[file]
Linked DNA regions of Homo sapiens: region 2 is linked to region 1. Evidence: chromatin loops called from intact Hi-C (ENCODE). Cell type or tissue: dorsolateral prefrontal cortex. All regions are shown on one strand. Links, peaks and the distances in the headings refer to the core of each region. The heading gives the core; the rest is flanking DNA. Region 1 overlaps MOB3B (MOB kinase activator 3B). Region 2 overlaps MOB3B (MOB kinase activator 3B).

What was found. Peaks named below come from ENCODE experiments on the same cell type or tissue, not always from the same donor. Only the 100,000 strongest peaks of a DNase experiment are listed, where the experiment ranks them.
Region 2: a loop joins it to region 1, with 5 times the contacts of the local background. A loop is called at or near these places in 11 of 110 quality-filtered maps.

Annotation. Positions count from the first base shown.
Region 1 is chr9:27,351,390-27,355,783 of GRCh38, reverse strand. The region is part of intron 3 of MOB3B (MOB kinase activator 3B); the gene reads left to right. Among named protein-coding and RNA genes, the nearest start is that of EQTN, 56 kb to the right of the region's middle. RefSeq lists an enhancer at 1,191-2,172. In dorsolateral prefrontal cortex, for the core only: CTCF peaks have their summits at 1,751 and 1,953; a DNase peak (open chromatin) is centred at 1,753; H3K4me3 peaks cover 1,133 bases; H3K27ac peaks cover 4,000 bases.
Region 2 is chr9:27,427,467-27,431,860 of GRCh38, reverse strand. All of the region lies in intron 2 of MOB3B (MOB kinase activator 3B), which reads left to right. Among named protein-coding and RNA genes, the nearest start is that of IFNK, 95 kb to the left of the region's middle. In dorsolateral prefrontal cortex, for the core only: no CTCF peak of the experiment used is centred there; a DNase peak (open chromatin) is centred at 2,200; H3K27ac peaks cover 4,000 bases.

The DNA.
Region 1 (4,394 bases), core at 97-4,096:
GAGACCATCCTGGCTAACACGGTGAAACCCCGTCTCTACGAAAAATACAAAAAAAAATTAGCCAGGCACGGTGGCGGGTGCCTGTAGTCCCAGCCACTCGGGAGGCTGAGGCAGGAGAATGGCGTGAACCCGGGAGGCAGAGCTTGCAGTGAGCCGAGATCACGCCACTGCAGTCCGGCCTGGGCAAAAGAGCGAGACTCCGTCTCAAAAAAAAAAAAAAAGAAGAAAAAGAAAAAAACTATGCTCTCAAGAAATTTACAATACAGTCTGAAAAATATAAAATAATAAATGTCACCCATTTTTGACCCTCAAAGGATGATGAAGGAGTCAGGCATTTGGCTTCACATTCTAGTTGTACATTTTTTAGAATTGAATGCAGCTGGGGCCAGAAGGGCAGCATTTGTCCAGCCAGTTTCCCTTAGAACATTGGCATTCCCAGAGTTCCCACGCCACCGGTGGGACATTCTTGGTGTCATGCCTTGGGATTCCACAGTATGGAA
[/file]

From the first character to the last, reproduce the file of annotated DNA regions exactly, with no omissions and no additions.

Linked DNA regions of Homo sapiens: region 2 is linked to region 1. Evidence: chromatin loops called from intact Hi-C (ENCODE). Cell type or tissue: dorsolateral prefrontal cortex. All regions are shown on one strand. Links, peaks and the distances in the headings refer to the core of each region. The heading gives the core; the rest is flanking DNA. Region 1 overlaps MOB3B (MOB kinase activator 3B). Region 2 overlaps MOB3B (MOB kinase activator 3B).

What was found. Peaks named below come from ENCODE experiments on the same cell type or tissue, not always from the same donor. Only the 100,000 strongest peaks of a DNase experiment are listed, where the experiment ranks them.
Region 2: a loop joins it to region 1, with 5 times the contacts of the local background. A loop is called at or near these places in 11 of 110 quality-filtered maps.

Annotation. Positions count from the first base shown.
Region 1 is chr9:27,351,390-27,355,783 of GRCh38, reverse strand. The region is part of intron 3 of MOB3B (MOB kinase activator 3B); the gene reads left to right. Among named protein-coding and RNA genes, the nearest start is that of EQTN, 56 kb to the right of the region's middle. RefSeq lists an enhancer at 1,191-2,172. In dorsolateral prefrontal cortex, for the core only: CTCF peaks have their summits at 1,751 and 1,953; a DNase peak (open chromatin) is centred at 1,753; H3K4me3 peaks cover 1,133 bases; H3K27ac peaks cover 4,000 bases.
Region 2 is chr9:27,427,467-27,431,860 of GRCh38, reverse strand. All of the region lies in intron 2 of MOB3B (MOB kinase activator 3B), which reads left to right. Among named protein-coding and RNA genes, the nearest start is that of IFNK, 95 kb to the left of the region's middle. In dorsolateral prefrontal cortex, for the core only: no CTCF peak of the experiment used is centred there; a DNase peak (open chromatin) is centred at 2,200; H3K27ac peaks cover 4,000 bases.

The DNA.
Region 1 (4,394 bases), core at 97-4,096:
GAGACCATCCTGGCTAACACGGTGAAACCCCGTCTCTACGAAAAATACAAAAAAAAATTAGCCAGGCACGGTGGCGGGTGCCTGTAGTCCCAGCCACTCGGGAGGCTGAGGCAGGAGAATGGCGTGAACCCGGGAGGCAGAGCTTGCAGTGAGCCGAGATCACGCCACTGCAGTCCGGCCTGGGCAAAAGAGCGAGACTCCGTCTCAAAAAAAAAAAAAAAGAAGAAAAAGAAAAAAACTATGCTCTCAAGAAATTTACAATACAGTCTGAAAAATATAAAATAATAAATGTCACCCATTTTTGACCCTCAAAGGATGATGAAGGAGTCAGGCATTTGGCTTCACATTCTAGTTGTACATTTTTTAGAATTGAATGCAGCTGGGGCCAGAAGGGCAGCATTTGTCCAGCCAGTTTCCCTTAGAACATTGGCATTCCCAGAGTTCCCACGCCACCGGTGGGACATTCTTGGTGTCATGCCTTGGGATTCCACAGTATGGAA